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Unformatted text preview: SCCM Online Critical Care Course: SCCM Cardiogenic Shock, Acute Coronary Syndrome and Congestive Heart Failure Heart Fredric Ginsberg, MD Fredric Assistant Professor of Medicine, Robert Wood Johnson Medical School University of Medicine and Dentistry of New Jersey Joseph E. Parrillo, MD Professor of Medicine, Robert Wood Johnson Medical School University of Medicine and Dentistry of New Jersey Head, Division of Cardiovascular Disease and Critical Care Medicine Director, Cooper Heart Institute Director, Cardiovascular and Critical Care Services Cooper University Hospital Camden, New Jersey Cardiogenic Shock Inadequate tissue perfusion resulting from cardiac dysfunction Clinical definition - decreased cardiac output and tissue hypoxia in the presence of adequate intravascular volume Hemodynamic definition - sustained systolic BP < 90 mm Hg, cardiac index < 2.2 L/min/m2, PCWP > 15 mm Hg Parrillo, J. 2005 Causes of Cardiogenic Shock Acute MI • Pump failure • Mechanical complications • Right ventricular infarction Other conditions • • • • • • End-stage cardiomyopathy Myocarditis (fulminant myocarditis) Myocardial contusion Prolonged cardiopulmonary bypass Septic shock with myocardial depression Valvular disease Cardiogenic Shock Evolution Of The Disease Frequently, shock develops after presentation for myocardial infarction. - - SHOCK Registry • At presentation • Within 24 hours (median delay = 7 hours) GUSTO Trial • At presentation • After admission SHOCK Registry, Circulation. 1995;91:873-81. GUSTO J Amer Coll Cardiol. 1995;26:668-74 . 25% in shock 75% 11% in shock 89% Schematic Diagram of Stunned Myocardium Clamp Wall motion abnormality Wall motion abnormality during occlusion Coronary occlusion Coronary reperfusion Return of function Persistent wall motion abnormality (despite reperfusion and viable myocytes) Gradual return of function (hours to days) From Kloner RA. Am J Med. 1986;86:14. Hibernating Myocardium Wall motion abnormality Atherosclerotic narrowing Wall motion abnormality due to chronic ischemia without infarction From Kloner RA. Am J Med. 1986;86:14. Hibernating Myocardium Pre-operative Single vessel disease - Occluded L.A.D. CONTROL LVEDV = 128 EF = 0.37 POST NTG LVEDV = 101 EF = 0.51 End-Diastole End-Systole From Rahimtoola SH, et al. Circ. 1992;65:225. 8 Months Postoperative Patient Coronary Bypass Graft to L.A.D. LVEDV = 104 EF = 0.76 Ischemic Myocardium Cell death Significant residual stenosis Reperfusion Segments with myocardial stunning Segments with both stunning and hibernation Inotropic support No return of function Return of myocardial function Segments with hibernating myocardium Relief of ischemia Initial Approach: Management Assure oxygenation • Intubation and ventilation if needed Venous access Pain relief Continuous EKG monitoring Hemodynamic support • Fluid challenge if no pulmonary edema • Vasopressors for hypotension - Dopamine - Norepinephrine Intra-aortic Balloon Counterpulsation Reduces afterload and augments diastolic perfusion pressure Beneficial effects occur without increase in oxygen demand No improvement in blood flow distal to critical coronary stenosis No improvement in survival when used alone May be essential support mechanism to allow for definitive therapy Early Revascularization in Acute Myocardial Early Infarction Complicated by Cardiogenic Shock Infarction Overall 30-Day Survival in the Study Proportion Alive 1.0 0.8 Revascularization (n =152) Survival = 53% 0.6 0.4 Medical therapy (n =150) Survival = 44% 0.2 p = 0.11 0.0 0 5 10 15 20 Days after Randomization Hochman JS, et al. N Engl J Med. 1999;341:625-34. 25 30 SHOCK Trial Mortality 100 80 P = 0.11 P = 0.027 P < 0.03 66.4 63.1 % 56 60 46.7 50.3 54.3 40 Revasc Med Rx 20 0 30 days 6 months 1 year ACC/AHA Class I Indication Patients with ST segment elevation MI who have cardiogenic shock and are less than 75 years of age should be brought immediately or secondarily transferred to facilities capable of cardiac catheterization and rapid revascularization (PCI or CABG) if it can be performed within 18 hours of onset of shock. (Level of Evidence: A) National Registry of MI Early National Revascularization is Underutilized in Cardiogenic Shock Cardiogenic Despite ACC/AHA recommendation to treat patients < 75 years of age aggressively with early mechanical revascularization, in 2001, two years after the guidelines were published, only 41% of patients with cardiogenic shock complicating AMI were treated with primary PTCA and only 3.1% underwent early CABG. These data demonstrate significant underutilization of guideline recommended therapy. Babaev A, et al. Circ. 2002;106(19):1811 (abstract). Pathophysiology of Cardiogenic Shock Observations from the SHOCK Trial and Registry that Challenge the Classic Paradigm Paradigm Average LVEF is only moderately severely depressed (30%), with a wide range of EFs and LV sizes noted. Systemic vascular resistance (SVR) on vasopressors is not elevated on average (~ 1350), with a very wide range of SVRs measured. A clinically evident systemic inflammatory response syndrome is often present in patients with CS. Most survivors (85%) have NYHA functional Class I-II CHF status. Hochman JS. Circ .2003;107:2998-3002. Pathophysiology of Cardiogenic Shock Cardiogenic shock IS NOT simply the result of severe depression of LV function due to extensive myocardial ischemia/injury. Depressed Myocardial Contractility combined with Inadequate Systemic Vasoconstriction resulting from a systemic inflammatory response to extensive myocardial ischemia/injury results in cardiogenic shock . The Overproduction of Nitric Oxide The May Cause Both Myocardial Depression and Inappropriate Vasodilatation. Vasodilatation. Thus, excess nitric oxide and peroxy nitrites may be a major contributor to cardiogenic shock complicating MI. cardiogenic LINCS: Conclusions Nitric oxide synthase inhibition can raise blood pressure in patients with persistent cardiogenic shock after percutaneous intervention. The mechanism of this effect is unknown, but may involve both an effect on coronary and other organ perfusion pressure, and potentially an improvement in cardiac function. Outcome data are not yet available. Cotter. Eur Heart J. 2003;24:1287-1295. Acute Coronary Syndromes: Definitions Acute coronary syndrome: Constellation of clinical symptoms compatible with acute myocardial ischemia ♥ ST-segment elevation MI (STEMI) ♥ Non-ST-segment elevation MI (NSTEMI) ♥ Unstable angina Unstable angina: ♥ Angina at rest (usually > 20 minutes) ♥ New-onset of class III or IV angina ♥ Increasing angina (from class I or II to III or IV) Braunwald. Circulation 2002; 106:1893-2000. www.acc.org/clinical/guidelines/unstable/unstable.pdf Pathogenesis of Acute Coronary Syndromes Plaque rupture Platelet adhesion Platelet activation Partially occlusive arterial thrombosis & unstable angina Microembolization & non-STsegment elevation MI Totally occlusive arterial thrombosis & ST-segment elevation MI White HD. Am J Cardiol 1997;80 (4A):2B-10B. Structure of Thrombus Following Plaque Structure Disruption Disruption UA/NSTEMI: Partially-occlusive thrombus (primarily platelets) Intra-plaque thrombus (platelet-dominated) Plaque core UA = Unstable Angina NSTEMI = Non-ST-segment Elevation Myocardial Infarction STEMI = ST-segment Elevation Myocardial Infarction STEMI: Occlusive thrombus (platelets, red blood cells, and fibrin) Intra-plaque thrombus (platelet-dominated) SUDDEN DEATH White HD. Am J Cardiol 1997;80 (4A):2B-10B. Plaque core Diagnostic Algorithm for Acute Coronary Diagnostic Syndrome Management Syndrome &/or ST-segment elevation MI Therapeutic goal: rapidly break apart fibrin mesh to quickly restore blood flow Consider fibrinolytic therapy, if indicated, or primary percutaneous coronary intervention (PCI) Non-ST Elevation ACS* + Troponin or + CK-MB Non-ST Elevation MI Therapeutic goal: prevent progression to complete occlusion of coronary artery and resultant MI or death Consider GP IIb-IIIa inhibitor + aspirin + heparin before early diagnostic catheterization Braunwald E, et al. 2002. http://www.acc.org/clinical/guidelines/unstable/unstable.pdf . Risk of MI and Death During Treatment with Risk Low-Dose Aspirin and IV Heparin in Men with Unstable CAD Unstable 0.25 Placebo Probability of Death or MI 0.20 0.15 0.10 Aspirin 75 mg 0.05 Risk ratio 0.52 95% CL 0.37 - 0.72 0.00 0 3 6 Months Wallentin LC, et al. J Am Coll Cardiol, 1991;18:1587-93. 9 12 Low Molecular Weight Heparin (LMWH) vs. Low Unfractionated Haparin (UFH) in Non-ST elevation ACS: Effect on Death, MI, Recurrent Ischemia ACS: Day: Trial: s FRIC 6 s (Dalteparin; n = 1,482) 14 FRAXIS (nadroparin; n = 2,357) s (p= 0.032) 14 s (p= 0.029) 14 ESSENCE (enoxaparin; n = 3,171) TIMI 11B (enoxaparin; n = 3,910) .75 1.0 LMWH Better 1.5 UFH Better Braunwald. Circulation. 2002;106:1893-2000. www.acc.org/clinical/guidelines/unstable/unstable.pdf Effects of Clopidogrel in Addition to Aspirin in Effects Patients with ACS without ST-Segment Elevation Patients % 14 12 Death, MI, or Stroke 11.4% Placebo + ASA 9.3% 10 8 Clopidogrel + ASA 6 4 20% RRR P < 0.001 N = 12,562 2 0 0 3 6 9 Months of Follow-Up N Engl J Med. 2001;345:494-502. 12 Platelet Glycoprotein IIb/IIIa Inhibition for Non-ST Platelet elevation ACS Primary Endpoint Results from the 5 Major Trials Major Primary Endpoint % 20 15 17.9 Placebo GP IIb/IIIa 15.7 14.2 12.9 10 11.7 10.3 12.8 11.8 5.6 5 0 3.8 P = 0.04 P = 0.04 P = 0.01 P= PURSUIT 30 days PRISM 48 hrs P = 0.004 P = 0.48 P = 0.33 PRISM PLUS 7 days PARAGON A 30 days PARAGON B 30 days Hospital Care Anti-Thrombotic Therapy I IIa IIb III Immediate aspirin Clopidogrel, if aspirin contraindicated Aspirin + clopidogrel for up to one month, if medical therapy or PCI is planned Heparin (IV unfractionated, LMW) with antiplatelet agents listed above Enoxaparin preferred over UFH unless CABG is planned within 24 hours Braunwald. Circulation. 2002;106:1893-2000. www.acc.org/clinical/guidelines/unstable/unstable.pdf Hospital Care Clopidogrel Therapy I IIa IIb III Aspirin + clopidogrel, for up to 1 month * Aspirin + clopidogrel, for up to 9 months * Withhold clopidogrel for 5 - 7 days for CABG Guidelines do not specify initial approach to using Guidelines clopidogrel when coronary anatomy is unknown clopidogrel * For patients managed with an early conservative strategy, and those who are planned to undergo early PCI Braunwald. Circulation. 2002;106:1893-2000. www.acc.org/clinical/guidelines/unstable/unstable.p df Hospital Care Platelet GP IIb/IIIa Inhibitors (1) I IIa IIb III Any GP IIb/IIIa inhibitor + ASA/Heparin for all patients, if cath/PCI planned Eptifibatide or tirofiban + ASA/Heparin for highrisk * patients in whom early cath/PCI is not planned Any GP IIb/IIIa inhibitor for patients already on ASA + Heparin + clopidogrel, if cath/PCI is planned * High-risk: Age >75; prolonged, ongoing CP; hemodynamic instability; rest CP w/ ST ∆ ; VT; positive cardiac markers Braunwald. Circulation. 2002;106:1893-2000. www.acc.org/clinical/guidelines/unstable/unstable.pdf Hospital Care Platelet GP IIb/IIIa Inhibitors (2) I IIa IIb III Eptifibatide or tirofiban + ASA/Heparin for patients without continuing ischemia in whom PCI is not planned Abciximab for patients in whom PCI is not planned Braunwald. Circulation. 2002;106:1893-2000. www.acc.org/clinical/guidelines/unstable/unstable.pdf Hospital Care Anti-ischemic Therapy (1) I IIa IIb III β-blocker (IV→oral) if not contraindicated Non-dihydropyridine Ca2+ antagonist if βblocker contraindicated and no LV dysfunction, for recurrent ischemia ACE inhibitor if ↑ BP persists with NTG+ βblocker, for pts with CHF or diabetes Braunwald. Circulation. 2002;106:1893-2000. www.acc.org/clinical/guidelines/unstable/unstable.pdf Hospital Care Anti-ischemic Therapy (2) I IIa IIb III ACE inhibitor for all ACS pts Extended-release Ca2+ blocker instead of βblocker Immediate-release Ca2+ blocker with β-blocker Long-acting Ca2+ blocker for recurrent ischemia, if no contraindications and NTG + βblocker used fully Braunwald. Circulation. 2002;106:1893-2000. www.acc.org/clinical/guidelines/unstable/unstable.pdf ST-segment Depression Predicts Higher Risk of Mortality in ACS % Cumulative Mortality at 6 Months 10% ST-segment depression 8.9% 8% ST-segment elevation 6.8% 6% 4% T-wave inversion 3.4% 2% 30 60 90 120 150 Days from randomization Savonitto S. J Am Med Assoc. 1999; 281: 707-711. 180 TIMI Risk Score for UA/NSTEMI 7 Independent Predictors of Higher Risk 1. Age > 65 years 2. > 3 CAD risk factors (elevated cholesterol, + family Hx, hypertension, diabetes, cigarette smoking) 3. Prior CAD (coronary stenosis > 50%) 4. ASA in last 7 days 5. > 2 anginal events < 24 hours 6. ST deviation 7. Elevated cardiac markers (CK - MB or troponin) Antman, et al. JAMA. 2000;284:835-842. TIMI UA Risk Score: Primary Endpoint at 6 months Death/MI/ACS Rehosp (%) CONS 35 INV OR = 0.75 CI (0.57, 1.00) 30 25 30.6 20.3 20 19.5 16.1 11.8 12.8 Low 15 OR = 0.55 CI (0.33, 0.91) 0-2 10 5 0 Intermed. 3-4 High 5-7 TIMI Risk Score % of Pts: 25% 60% 15% Troponin and ST-Segment Shift Predict Benefit of Invasive Treatment Strategy Cannon. J Invas Cardiol. 2003;15:22B. ACC/AHA Guideline Update for the Management ACC/AHA of Patients with Unstable Angina and Non-STof Segment Elevation MI Class I An early invasive strategy in patients with a high-risk indicator: 1. 2. 3. 4. Recurrent angina/ischemia despite intensive anti-ischemic rx Elevated troponin-T or troponin-I New or presumably new ST-segment depression Recurrent angina/ischemia with CHF sx, S3, pulmonary edema, worsening rales, or new or worsening MR 5. High-risk findings on noninvasive stress testing 6. Depressed LV systolic function (EF <40%) 7. Hemodynamic instability 8. Sustained ventricular tachycardia 9. PCI within 6 months 10. Prior CABG Either early invasive or early conservative strategy if not high risk Braunwald. Circulation. 2002;106:1893-2000. www.acc.org/clinical/guidelines/unstable/unstable.p df 2002 ACC/AHA Guidelines for the Management of High-risk NSTE ACS At presentation ST-segment depression &/or elevated cardiac troponin Need to immediately arrest thrombus progression Need to eliminate occlusive ruptured plaque Start immediate Aspirin Heparin or low-molecular-weight heparin GP IIb-IIIa inhibitor Send for catheterization & revascularization within 24-48 hours Cautionary information No clopidogrel within 5-7 days prior to CABG surgery No enoxaparin within 24 hours prior to CABG surgery No abciximab, if PCI is not planned Adapted from Braunwald E, et al. 2002. http://www.acc.org/clinical/guidelines/unstable/unstable.pdf . Ongoing Evaluation in an Early Conservative Strategy Early medical management Recurrent Symptoms/ischemia Heart failure Serious arrhythmia Patient stabilizes Evaluate LV function EF < .40 EF ≥ .40 Stress Test Not low risk Immediate angiography Low risk Follow on Medical Rx Braunwald E, et al. 2002. http://www.acc.org/clinical/guidelines/unstable/unstable.pdf . ACC/AHA Guidelines for Unstable Angina and NonST-Segment Elevation MI Acute Ischemia Pathway ST ↓, positive cardiac markers, deep T-wave inversion, transient ST ↑, or recurrent ischemia Aspirin, Beta Blockers, Nitrates, Antithrombin regimen, GP IIb-IIIa inhibitor, Monitoring (rhythm and ischemia) Early invasive strategy Immediate angiography 12-24 hour angiography Early conservative strategy Patient stabilizes Recurrent symptoms/ischemia Heart failure Serious arrhythmia Evaluate LV Function EF < .40 EF > .40 Stress Test Not low risk Braunwald. Circulation. 2002;106:1893-2000. www.acc.org/clinical/guidelines/unstable/unstable.pdf Low risk Follow on Medical Rx ACC/AHA Guidelines for the Management of ACC/AHA Patients with Unstable Angina and Non-STPatients Segment Elevation MI Class I indications for revascularization with PCI or CABG 1. CABG for ≥ 50% stenosis of the left main coronary artery 2. CABG for 3 vessel CAD 3. CABG for 2 vessel CAD including proximal LAD stenosis & EF < 50% 4. PCI or CABG for 1 or 2 vessel CAD, no proximal LAD, large area of viability, high-risk noninvasive test 5. PCI for patients with multivessel CAD, normal EF, no diabetes 6. IV platelet GP IIb/IIIa inhibitor in ACS patients undergoing PCI Braunwald. Circulation 2002; 106:1893-2000. www.acc.org/clinical/guidelines/unstable/unstable.pdf ACC/AHA Guidelines for the Management of ACC/AHA Patients with Unstable Angina and Non-STPatients Segment Elevation MI Class IIa indications for revascularization with PCI or CABG 1. Repeat CABG for patients with multiple saphenous vein graft stenoses, especially if LAD graft 2. PCI for focal saphenous vein graft lesions or multiple lesions if poor surgical candidate 3. PCI or CABG for patients with 1 or 2 vessel CAD, not proximal LAD, but moderate area of viability and ischemia 4. PCI or CABG for patients with 1 vessel CAD with proximal LAD 5. CABG with Internal Mammary artery for patients with multivessel CAD and diabetes Braunwald. Circulation. 2002;106:1893-2000. www.acc.org/clinical/guidelines/unstable/unstable.pdf Recommendations for Revascularization Cardiac Catheterization Coronary Artery Disease NO Left Main Disease YES Discharge from Protocol CABG NO 1 or 2 Vessel Disease 3 Vessel Disease or 2 Vessel Disease with proximal LAD involvement PCI or CABG, if eligible Left Ventricular Dysfunction or Treated Diabetes NO PCI or CABG Smith et al. ACC/AHA PCI Guidelines. J Am Coll Cardiol 2001:2239-lxvi. YES CABG ACC/AHA REVISED GUIDELINES UA/NSTEMI UA/NSTEMI ASA, Heparin/Enox., β block., Nitrates, Clopidogrel ¦ block., RISK STRATIFY High Risk * High Low Risk * Recurrent ischemia; Trop; ST; LV failure/dysf.; hemodynamic instability; VT; prior CABG Enoxeparin. Preferred to UFH (IIa) ¦ If coronary arteriography >24 hours Braunwald E, et al. Circ. 2002;106:1893. ACC/AHA REVISED GUIDELINES High Risk Cor. Arteriography LMCD, 3VD+LV Dys., or Diab. Mell. or CABG CABG 1 or 2VD, Suitable or for PCI for Clopidogrel, Clopidogrel, IIb/IIIa inhib. IIb/IIIa PCI Discharge on ASA, Clopidogrel, Statin, ACEI Braunwald E, et al. Circ. 2002;106:1893. Normal Consider Alternative Consider Diagnosis Diagnosis Discharge/Post-discharge Medications I IIa IIb III ASA, if not contraindicated Clopidogrel, when ASA contraindicated Aspirin + Clopidogrel, for up to 9 months β-blocker, if not contraindicated Lipid ↓ agents (statins) + diet ACE Inhibitor: CHF, EF < 40%, DM, or HTN Braunwald. Circulation 2002;106:1893-2000. www.acc.org/clinical/guidelines/unstable/unstable.pdf All-Cause Death or Major Cardiovascular All-Cause Events in All Randomized Subjects Events 30 Pravastatin 40 mg (26.3%) % with Event 25 20 Atorvastatin 80 mg (22.4%) 15 10 16% RR 5 (P = 0.005) 0 0 3 6 9 12 15 18 21 Months of follow up Cannon CP, et al. N Engl J Med. 2004;350:1495-1504. 24 27 30 Reductions in Major Cardiac End Points 2-Year Event Rates RR Atorva 80 Prava 40 All-cause Mortality CHD-related Death 28% 2.2% 3.2% 30% 1.1% 1.4% 13% 6.6% 7.4% 18% 8.3% 10.0% UA Requiring Hospitalization 14% 16.3% 18.8% Death/MI/Urgent Revascularization 29% 3.8% 5.1% 14% 1.5 19.7% 22.3% MI Death or MI Revasc >30 d 0.5 0.75 1.0 Atorvastatin 80 mg Better 1.25 Pravastatin 40 mg Better Cannon CP, et al. N Engl J Med. 2004;350:1495-1504. Risk Factor Modification I IIa IIb III Smoking Cessation Counseling Dietary Counseling and Modification Cardiac Rehabilitation Referral HTN Control (BP <130/85 mm Hg) Tight Glycemic Control in Diabetics Braunwald. Circulation. 2002;106:1893-2000. www.acc.org/clinical/guidelines/unstable/unstable.pdf Heart Failure Due to LV Systolic Dysfunction Approximately 5 million Americans have heart failure (male to female ratio 1:1) 550,000 new cases annually Hospital discharges 1,000,000 annually 80% of men and 70% of women under the age of 65 with HF will die within eight years Numbers based on 2000 data. American Heart Association. 2003 Heart and Stroke Statistical Update. Dallas, Tex: AHA; 2002. Neurohormonal Activation in Heart Failure Myocardial injury to the heart (CAD, HTN, CMP, valvular disease) Initial fall in LV performance, ↑ wall stress Activation of RAS and SNS Remodeling and progressive worsening of LV function Fibrosis, apoptosis, hypertrophy, cellular/ molecular alterations, myotoxicity Morbidity and mortality Arrhythmias Pump failure RAS, renin-angiotensin system; SNS, sympathetic nervous system. Peripheral vasoconstriction Hemodynamic alterations Heart failure symptoms Fatigue Activity altered Chest congestion Edema Shortness of breath LV Remodeling Post Anteroseptal MI 1 week 3 months EDV 137 mL ESV 80 mL EF 41% EDV 189 mL ESV 146 mL EF 23% Apical 4 Chamber View Drugs for Heart Failure “Enlightened Polypharmacy” 1. ACE-inhibitors 2. Beta-blockers 3. Angiotensin receptor blockers 4. Aldosterone antagonists 5. Loop diuretics 6. Nitrates with hydralazine 7. Digoxin 8. Nesiritide, inotropic agents ACE - Inhibitation and CHF Trials ACE SAVE - captopril, 1992. Post-MI (not CHF) with EF < 40%, f/u 42 mos, 2,231 pts. Mortality reduced from 25% to 20% N Engl J Med. 1992;327:669. SOLVD - enalapril, 1991. CHF pts, class II-III, EF < 35%, f/u 41 mos, 2,569 pts. Mortality reduced from 39% to 35% N Engl J Med. 1991;325:293. SOLVD - enalapril, 1992. Asymptomatic LV dysfunction, EF < 35%, f/u 37 mos, 4,228 pts. Non-significant reduction in mortality, significant reduction in CHF and hospitalization. N Engl J Med. 1992;327:685. ACE - I and CHF: Meta-analysis Captopril, enalapril, ramipril, quinapril, lisinopril 32 trials, 7,105 patients, FC II - III 2 mortality trials Combined - total mortality reduced 21.9% to 15.8%, and total mortality plus CHF hosp reduced 32.6% to 22.4%. Summary: 1. Improvement in risk of death or MI or CHF hospitalization 2. Class effect JAMA. 1995;273:1450. Beta Blockade: Rationale Catecholamine levels are increased in CHF Higher levels correlate with worse disease severity Catecholamines contribute to myocyte hypertrophy and necrosis (apoptosis) More ischemia, arrhythmia, vasoconstriction, and LV dilatation Metoprolol MERIT - HF: Metoprolol tartrate Preceded by two previous trials in CHF (MDC, RESOLVD) 3,991 pts, mean f/u 12mos, class II - III Mean EF 28% Results - stopped early as total mortality + all cause hospitalization was reduced 38% to 32% (p = .00012) and total mortality reduced 10.8% to 7.2 % (p < .0001) JAMA .2000;283:1295. CAPRICORN: Carvedilol in Post-MI patients with Reduced EF: All-cause Mortality Proportion Event-free 1.00 Carvedilol n = 975 0.90 Risk reduction ↓ 23% 0.80 Placebo n = 984 0.70 P = .031 0.60 Mortality rates: Placebo 15%; Carvedilol 12% 0 0 0.5 1 1.5 Years The CAPRICORN Investigators. Lancet. 2001;357:1385–1390. 2 2.5 COPERNICUS: Carvedilol in Class III - IV Heart Failure Inclusion - EF < 25%, class III - IV, euvolemic 2,289 pts, mean f/u 10.4 mos, stopped early Mortality 18.5% (placebo) vs. 11.4% with carvedilol 35% reduction (p < .00013) No difference in withdrawal rates Mortality curves diverge w/in three weeks, thus beneficial effects are not delayed and can occur at low dose N Engl J Med. 2001;344:1651. COPERNICUS All-cause Mortality 100 Carvedilol n = 1156 % Survival 90 Risk reduction ↓ 35% 80 (19%, 48%) P = .0014 Placebo n = 1133 70 60 Mortality rates: Placebo 19.7%; Carvedilol 12.8% 0 0 3 6 9 12 15 18 21 Months Packer M et al. N Engl J Med. 2001;344:1651–1658. Coreg (carvedilol) Prescribing Information. GlaxoSmithKline, Research Triangle Park, NC. Mar 2003. COMET First head-to-head mortality study comparing two betablocking agents in CHF - carvedilol vs. short-acting metoprolol titrate 3,029 pts, class II - III, EF < 35%, 80% male, 99% Caucasian Carvedilol compared to metoprolol reduced annual mortality from 10.0% to 8.3% and prolonged median survival by 1.4 years Lancet. 2003;362:7. Beta Blockers for CHF: Summary Ischemic or non-ischemic CMP All symptomatic CHF patients Class II - IV Hemodynamically stable and euvolemic Even in “compensated” patients as there is a high likelihood of symptom progression in 12 months Beneficial effects are in addition to effects of other therapies Angiotensin Receptor Blockers in CHF Trial Trial RESOLVD 1999 ELITE II 2000 ValHeft 2001 CHARM 2003 Drugs Baseline EF Candesartan vs Avg 27% enalapril Losartan vs. captopril Valsartan Candesartan Mortality vs. Mortality ACE-I Notes Notes 6.1 vs. 3.7 (p = NS) < 40% 17.7 vs. 15.9 (p = NS) < 40% 19.9 vs. 19.4 (p = NS) 33% decreased mortal if not on ACE-I Small decrease in mortality when added to ACE-I No increased mortality w/ beta-blocker Angiotensin Receptor Blockers in CHF: Summary ARBs should be used in patients intolerant of ACE inhibitors. ARBs can be added on in patients receiving ACEinhibitors and beta blockers with a small added benefit. Increased risk of hypotension, hyperkalemia, and renal insufficiency when added on to ACE-I and beta-blocker therapy. Aldosterone Blockers in CHF Study RALES 1999 EPHESUS 2003 Drug Patients spironolactone Class III and IV CHF eplerenone Post-MI w/ EF < 40% or diabetes Added therapy Mortality vs. placebo Hyperkalemia ACE-I, no beta-blocker Reduced from 46.3% to 35% (p < .001) 2% ACE-I and beta-blocker Reduced from 14.6% to 8.5% (p = .008) 5.5% Aldosterone Blockers: Summary Aldosterone blockers should be used in patients with chronic heart failure with low EF (spironolactone) and in patients post-MI and heart failure with EF < 40% or diabetes mellitus (eplerenone) Contraindications - renal insufficiency (creat > 2.5 mg%) or hyperkalemia (over 5.0) Patients on aldosterone blockers must have renal function and electrolytes carefully and frequently monitored Digoxin and CHF: “Dig Trial” 1997, CHF with EF < 45%, NSR, class I - III 6,800 pts, 94% ACE - I, little beta-blocker, f/u 37 mos Total and CV mortality - no significant differences Decreased need for hospitalization for CHF, 2% hosp for dig toxicity Summary - use digoxin for symptomatic benefit, not mortality benefit N Engl J Med. 1997; 336:525. Vasodilators and CHF V-HeFT I - 1986: preceded use of ACE-I and beta blockers for CHF Placebo vs. prazosin vs. combined isosorbide dinitrate (avg. 136 mg) with hydralazine (avg. 270 mg) 642 pts, EF < 45% All cause mortality improvement only with ISDN + Hydralazine (p = .04) Recommend - use for pts unable to take ACE-I or ARBs. N Engl J Med. 1986;314:1547. Vasodilator Therapy: A-Heft Therapy with ISDN and hydralazine added on to standard CHF therapy 1,050 black patients; class III - IV heart failure, EF < 45% 76% on ACE-I/ARB, 74% on beta-blocker Mortality reduced from 10.2% to 6.2% at 10-month followup (p = 0.02) N Engl J Med. 2004;351:2049. A-Heft: Kaplan-Meier Estimates of Overall Survival Survival NESERITIDE (BNP) Inpatient intravenous infusion Arterial and venodilator Natriuresis and diuresis No tolerance or proarrhythmia Associated with hypotension Rapid fall in PCWP No adverse effect on mortality Intravenous Inotropic Agents ACC/AHA Guidelines (Circ. 2001;104:2996.) 1. For symptomatic systolic dysfunction (Stage C): Class III (i.e., NOT indicated) - Long term intermittent use of an infusion of a positive inotropic drug (level of evidence C) 2. For refractory end-stage CHF (Stage D): Class IIb - Continuous intravenous infusion of a positive inotropic agent for palliation of symptoms (level of evidence C) Class III (NOT indicated) - Routine intermittent infusions (level of evidence B) Search for Aggravating Medical Conditions Ischemia, arrhythmias, conduction abnormalities Worsening valve regurgitation Hypertension, bilateral renal artery stenosis Anemia, thyroid disease, infection, renal failure, obstructive sleep apnea, medication noncompliance Patients Refractory to Pharmacologic Therapy Resynchronization therapy to improve heart failure (biventricular pacemaker) Revascularization if documented ischemia ICD implant to reduce risk of sudden arrhythmic death Surgery - CABG, valve repair, transplant Selected References 1. Hochman JS, Sleeper LA, Webb JG, et al. Early revascularization in acute myocardial infarction complicated by cardiogenic shock. N Eng J Med. 1999;341:625-634. 2. Clopidogrel in Unstable Angina to Prevent Recurrent Events Trial Investigators. Effects of clopidogrel in addition to aspirin in patients with acute coronary syndrome without ST segment elevation. N Eng J Med. 2001;345:494-502. 3. Braunwald E, Antman EM, Beasley JW. ACC/AHA guideline update for the management of patients with unstable angina and non-ST segment elevation myocardial infarction-2002: summary article. A report of the ACC/AHA Task Force on Practice Guidelines. Circulation. 2002;106:1893-1900. Selected References 4. McMurray JJ, Ostergren J, Swedberg K, et al, CHARM Investigators and Committees. Effects of candesartan in patients with chronic heart failure and reduced left ventricular systolic function taking angiotensin converting enzyme inhibitors: the CHARM-added trial. Lancet. 2003;362:767-771. 5. Packer M, Coats AJ, Fowler MB, et al, Carvedilol Prospective Randomized Cumulative Survival Study Group. Effect of carvedilol on survival in severe chronic heart failure. N Eng J Med. 2001;344:1651-1658. ...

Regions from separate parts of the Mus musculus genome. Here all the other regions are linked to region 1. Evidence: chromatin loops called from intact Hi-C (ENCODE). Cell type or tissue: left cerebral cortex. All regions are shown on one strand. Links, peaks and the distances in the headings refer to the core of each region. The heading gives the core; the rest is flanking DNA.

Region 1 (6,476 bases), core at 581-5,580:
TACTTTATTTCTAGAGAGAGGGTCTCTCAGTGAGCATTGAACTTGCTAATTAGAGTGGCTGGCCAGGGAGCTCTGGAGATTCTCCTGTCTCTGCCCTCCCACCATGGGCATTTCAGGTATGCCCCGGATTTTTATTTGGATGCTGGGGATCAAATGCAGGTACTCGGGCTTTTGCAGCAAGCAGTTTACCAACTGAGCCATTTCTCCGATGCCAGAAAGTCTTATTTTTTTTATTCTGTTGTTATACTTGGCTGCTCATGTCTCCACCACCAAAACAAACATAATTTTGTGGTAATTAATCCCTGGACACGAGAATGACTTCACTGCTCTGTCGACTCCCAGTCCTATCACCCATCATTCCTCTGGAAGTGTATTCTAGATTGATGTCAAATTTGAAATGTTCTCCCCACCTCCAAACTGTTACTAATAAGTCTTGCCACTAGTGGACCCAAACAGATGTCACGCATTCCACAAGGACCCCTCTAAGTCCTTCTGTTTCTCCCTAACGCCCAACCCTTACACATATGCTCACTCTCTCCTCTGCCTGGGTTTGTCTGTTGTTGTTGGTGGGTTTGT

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Cardiogenic Shock - FINAL - SCCM Online Critical Care...